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Into YA Interview: Eric Smith

Today I have an extra awesome post for all of you! As part of my new series, Into YA focused on giving you a look into what goes on before the book gets into your hands, I'm talking to rockstar agent Eric Smith (who is also an author himself)! If you don't follow him on Twitter over at @ericsmithrocks, then you should be. He has one of the best Twitter accounts.

1. How did you decide to become a literary agent?

I'd been working in publishing for a number of years, at Quirk Books, an indie publisher in Philadelphia known for books like Pride & Prejudice & Zombiesand Miss Peregrine's Home for Peculiar Children, when I decided it was time to really focus on books that I wanted to work on. I loved everything we did at Quirk, but I wanted to focus on more Young Adult books, as well as the kind of literary fiction I loved. So... along came my colleagues at P.S. Literary, and it's been a happy place for the past three years. 

2. Like me, many of my readers are authors who hope to get published soon. Is there anything that you specifically look for in a query letter? Any pet peeves? 

Good question! At the end of the day, it's really just about having a good story tell, and getting that across as clearly as possible. One of my agent pals, Gordon Warnock, once told me at a conference that his favorite queries feature the "hook, book, cook." That is, a quick blip that explains the book (hook), the book itself (think jacket copy on your favorite novels, what you see on the back), and a quick bio about the author, or, the cook. Keep it simple. If it's long and rambling and not looking at all like what you would see on the back of your favorite book... you're doing something very wrong.

My biggest pet peeve is when a writer makes it clear they don't read in the category or genre they are pitching a book in. Maybe the word count is outrageously long or short for whatever they are writing. Maybe it's a Young Adult novel but the characters are all 37. Maybe their comp titles are all books that came out 20 years ago, thus telling me they haven't read something new in a long time. Little hints like that can really send me running.

3. What advice do you have for readers who want to become an agent?

Read as much as possible, and try to secure an internship. There are a lot of routes into agenting, from doing beta reading work to working as an assistant at an agency (and eventually working your way into an agenting position). Internships are a great foot in, and there are a lot of agents working with eager interns remotely. Look for those opportunities.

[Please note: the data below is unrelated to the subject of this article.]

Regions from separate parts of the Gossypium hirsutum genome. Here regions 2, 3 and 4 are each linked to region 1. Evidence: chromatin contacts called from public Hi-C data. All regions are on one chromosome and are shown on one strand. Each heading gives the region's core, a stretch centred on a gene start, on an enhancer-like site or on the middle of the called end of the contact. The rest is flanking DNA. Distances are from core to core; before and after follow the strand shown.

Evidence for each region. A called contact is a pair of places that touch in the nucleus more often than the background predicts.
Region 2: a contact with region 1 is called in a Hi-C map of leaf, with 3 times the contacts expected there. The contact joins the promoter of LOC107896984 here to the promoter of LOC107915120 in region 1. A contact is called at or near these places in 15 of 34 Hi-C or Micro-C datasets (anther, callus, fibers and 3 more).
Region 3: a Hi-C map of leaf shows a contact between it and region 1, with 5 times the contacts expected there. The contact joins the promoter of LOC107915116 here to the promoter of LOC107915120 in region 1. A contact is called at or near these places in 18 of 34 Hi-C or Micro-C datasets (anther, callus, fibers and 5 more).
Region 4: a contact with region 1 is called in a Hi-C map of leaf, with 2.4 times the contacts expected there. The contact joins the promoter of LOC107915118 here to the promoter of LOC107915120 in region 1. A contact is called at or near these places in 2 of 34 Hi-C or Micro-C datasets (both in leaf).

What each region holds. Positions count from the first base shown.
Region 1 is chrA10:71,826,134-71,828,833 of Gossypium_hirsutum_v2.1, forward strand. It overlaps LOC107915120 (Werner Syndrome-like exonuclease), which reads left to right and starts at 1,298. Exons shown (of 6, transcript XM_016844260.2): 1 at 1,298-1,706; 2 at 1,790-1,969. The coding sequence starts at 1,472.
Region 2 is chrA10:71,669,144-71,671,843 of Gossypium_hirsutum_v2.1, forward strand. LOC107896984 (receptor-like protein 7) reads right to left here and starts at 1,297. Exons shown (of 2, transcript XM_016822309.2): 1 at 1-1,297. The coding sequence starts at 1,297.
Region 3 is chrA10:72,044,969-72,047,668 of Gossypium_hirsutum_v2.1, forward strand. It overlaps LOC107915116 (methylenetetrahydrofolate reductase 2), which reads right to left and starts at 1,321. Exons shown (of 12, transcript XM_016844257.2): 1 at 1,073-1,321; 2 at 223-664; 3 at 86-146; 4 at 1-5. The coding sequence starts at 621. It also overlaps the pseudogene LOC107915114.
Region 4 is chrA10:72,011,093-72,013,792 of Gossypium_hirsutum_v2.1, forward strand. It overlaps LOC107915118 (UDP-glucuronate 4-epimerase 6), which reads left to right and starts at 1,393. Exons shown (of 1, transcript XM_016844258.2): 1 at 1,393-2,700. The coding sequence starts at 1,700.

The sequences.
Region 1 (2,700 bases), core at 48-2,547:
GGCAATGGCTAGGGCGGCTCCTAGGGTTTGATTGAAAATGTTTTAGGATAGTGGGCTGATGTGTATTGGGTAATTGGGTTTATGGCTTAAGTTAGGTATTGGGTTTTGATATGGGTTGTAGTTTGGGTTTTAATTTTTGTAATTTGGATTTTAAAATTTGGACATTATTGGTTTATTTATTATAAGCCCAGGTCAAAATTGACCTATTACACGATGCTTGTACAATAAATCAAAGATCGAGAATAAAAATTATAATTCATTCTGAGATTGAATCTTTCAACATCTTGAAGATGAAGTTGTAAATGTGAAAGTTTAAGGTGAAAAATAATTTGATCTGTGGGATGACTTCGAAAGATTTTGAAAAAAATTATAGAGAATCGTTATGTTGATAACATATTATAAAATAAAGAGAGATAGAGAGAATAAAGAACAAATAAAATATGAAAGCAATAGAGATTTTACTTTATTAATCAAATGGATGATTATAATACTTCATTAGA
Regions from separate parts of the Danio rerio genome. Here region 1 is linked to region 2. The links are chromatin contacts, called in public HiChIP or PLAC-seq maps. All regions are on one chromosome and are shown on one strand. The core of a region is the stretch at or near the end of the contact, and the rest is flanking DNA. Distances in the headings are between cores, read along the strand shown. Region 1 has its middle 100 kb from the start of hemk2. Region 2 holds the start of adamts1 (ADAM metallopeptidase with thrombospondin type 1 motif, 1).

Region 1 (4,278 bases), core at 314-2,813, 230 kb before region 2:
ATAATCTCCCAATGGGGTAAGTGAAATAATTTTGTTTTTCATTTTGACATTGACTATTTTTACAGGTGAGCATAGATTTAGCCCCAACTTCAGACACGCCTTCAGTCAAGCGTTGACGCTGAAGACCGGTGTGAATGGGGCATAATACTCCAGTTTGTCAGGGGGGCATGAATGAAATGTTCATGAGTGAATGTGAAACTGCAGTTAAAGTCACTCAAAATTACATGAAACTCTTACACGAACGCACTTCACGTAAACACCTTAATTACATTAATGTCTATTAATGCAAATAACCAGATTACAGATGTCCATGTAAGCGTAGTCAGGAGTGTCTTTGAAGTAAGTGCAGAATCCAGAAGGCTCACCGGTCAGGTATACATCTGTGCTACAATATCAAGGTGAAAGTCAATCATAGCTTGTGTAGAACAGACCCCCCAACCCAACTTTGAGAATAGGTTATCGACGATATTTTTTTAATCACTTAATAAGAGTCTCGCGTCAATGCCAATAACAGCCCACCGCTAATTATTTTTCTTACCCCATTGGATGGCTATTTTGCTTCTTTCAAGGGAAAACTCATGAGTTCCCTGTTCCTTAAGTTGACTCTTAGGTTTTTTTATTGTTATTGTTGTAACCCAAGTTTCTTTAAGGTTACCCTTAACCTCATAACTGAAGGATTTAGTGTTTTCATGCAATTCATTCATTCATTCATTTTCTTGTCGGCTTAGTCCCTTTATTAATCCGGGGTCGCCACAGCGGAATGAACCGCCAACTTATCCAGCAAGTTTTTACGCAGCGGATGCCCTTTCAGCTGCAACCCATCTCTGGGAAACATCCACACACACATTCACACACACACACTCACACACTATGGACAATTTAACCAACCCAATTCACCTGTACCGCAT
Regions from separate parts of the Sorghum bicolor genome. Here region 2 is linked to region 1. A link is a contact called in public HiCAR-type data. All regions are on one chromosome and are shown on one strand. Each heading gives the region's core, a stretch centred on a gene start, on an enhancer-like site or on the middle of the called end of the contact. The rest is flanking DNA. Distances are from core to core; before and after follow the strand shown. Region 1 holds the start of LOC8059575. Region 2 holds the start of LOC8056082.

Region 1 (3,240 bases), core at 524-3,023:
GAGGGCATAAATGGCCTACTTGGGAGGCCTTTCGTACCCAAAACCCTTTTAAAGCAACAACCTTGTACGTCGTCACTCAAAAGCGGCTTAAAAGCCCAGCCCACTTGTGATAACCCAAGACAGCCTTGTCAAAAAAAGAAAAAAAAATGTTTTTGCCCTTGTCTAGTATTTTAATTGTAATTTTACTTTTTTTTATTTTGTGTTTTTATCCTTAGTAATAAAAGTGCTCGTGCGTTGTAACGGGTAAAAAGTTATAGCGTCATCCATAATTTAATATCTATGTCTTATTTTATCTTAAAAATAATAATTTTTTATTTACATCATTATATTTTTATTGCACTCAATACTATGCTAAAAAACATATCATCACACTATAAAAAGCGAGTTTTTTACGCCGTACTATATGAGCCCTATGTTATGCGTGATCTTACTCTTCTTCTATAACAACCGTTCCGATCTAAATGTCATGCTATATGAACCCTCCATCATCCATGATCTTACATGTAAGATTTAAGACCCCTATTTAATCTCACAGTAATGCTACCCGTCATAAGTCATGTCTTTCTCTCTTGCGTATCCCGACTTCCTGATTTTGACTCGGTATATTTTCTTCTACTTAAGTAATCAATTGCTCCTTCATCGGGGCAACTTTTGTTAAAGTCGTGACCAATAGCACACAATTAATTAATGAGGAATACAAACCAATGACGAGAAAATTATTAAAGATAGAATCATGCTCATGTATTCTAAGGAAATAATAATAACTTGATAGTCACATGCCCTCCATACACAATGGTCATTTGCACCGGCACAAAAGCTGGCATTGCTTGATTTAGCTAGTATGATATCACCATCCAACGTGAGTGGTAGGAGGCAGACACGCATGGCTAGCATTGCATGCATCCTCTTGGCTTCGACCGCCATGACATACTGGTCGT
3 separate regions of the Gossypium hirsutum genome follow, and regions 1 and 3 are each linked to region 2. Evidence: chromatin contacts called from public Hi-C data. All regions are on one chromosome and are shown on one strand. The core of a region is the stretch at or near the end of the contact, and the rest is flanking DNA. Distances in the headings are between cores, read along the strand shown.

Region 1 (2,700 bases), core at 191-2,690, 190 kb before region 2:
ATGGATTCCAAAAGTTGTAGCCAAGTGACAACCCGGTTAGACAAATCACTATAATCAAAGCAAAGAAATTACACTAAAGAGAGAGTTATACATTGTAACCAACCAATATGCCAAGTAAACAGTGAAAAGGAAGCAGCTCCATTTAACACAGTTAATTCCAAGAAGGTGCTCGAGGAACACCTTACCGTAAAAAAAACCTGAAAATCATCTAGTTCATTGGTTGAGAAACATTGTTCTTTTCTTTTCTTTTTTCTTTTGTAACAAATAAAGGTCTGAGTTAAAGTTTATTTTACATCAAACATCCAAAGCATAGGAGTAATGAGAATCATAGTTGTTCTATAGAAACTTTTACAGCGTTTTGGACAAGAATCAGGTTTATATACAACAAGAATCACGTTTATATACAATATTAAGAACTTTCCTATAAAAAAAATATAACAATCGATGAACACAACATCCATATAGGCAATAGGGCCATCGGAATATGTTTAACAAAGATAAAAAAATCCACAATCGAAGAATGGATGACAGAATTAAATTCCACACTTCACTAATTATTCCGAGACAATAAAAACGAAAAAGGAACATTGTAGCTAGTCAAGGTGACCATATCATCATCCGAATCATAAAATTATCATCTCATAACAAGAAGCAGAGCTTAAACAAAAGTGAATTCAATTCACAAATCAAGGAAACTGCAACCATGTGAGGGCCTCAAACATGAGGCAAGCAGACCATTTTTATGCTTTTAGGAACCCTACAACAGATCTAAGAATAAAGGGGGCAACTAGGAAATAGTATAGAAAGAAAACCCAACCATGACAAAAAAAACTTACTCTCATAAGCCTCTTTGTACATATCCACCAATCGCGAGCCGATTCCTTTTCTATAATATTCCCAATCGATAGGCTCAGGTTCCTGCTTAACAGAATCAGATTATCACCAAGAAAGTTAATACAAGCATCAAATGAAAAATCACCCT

4. Because you’re also an author, how do you manage working on your client’s manuscripts and your own? Does so much reading ever get overwhelming? 

Hahah, I don't. :-) Honestly, my latest novel that's coming out in 2020, I wrote two years ago, before my agenting really took off. I haven't written something new in a while. Ask me this question again when I have to write a brand new book two years from now. I will likely be in a corner someplace, sobbing. 

The reading does get overwhelming sometimes, but that's why agents request so little. I have books from four months ago that I still haven't been able to dive into, and it's not due to my own writing. It's due to my current clients keeping me busy, or you know, my life as a work-at-home dad. 

5. You’re very immersed in the literary world between being an author, agent, and YA podcaster, so you must have so many exciting projects coming up! Are there any you can tell us about? 

Just the new book! My next novel, Reclaim the Sun, comes out with Inkyard Press (also known as Harlequin Teen) in 2020! It's a YA novel about a teen girl YouTube star who gets doxed, and a video-game-loving boy who wants to help her, after they meet in a massively popular video game. I also have a short story in Sangu Mandanna's anthology, Color Outside the Lines, being published with Soho Teen in 2019. Keep an eye out for those! :-) 


Links of Interest:
Warcross: Review Here
Why I Write Positive Reviews: Essay Here
500 Words or Less: Review Here
Radio Silence: Review Here

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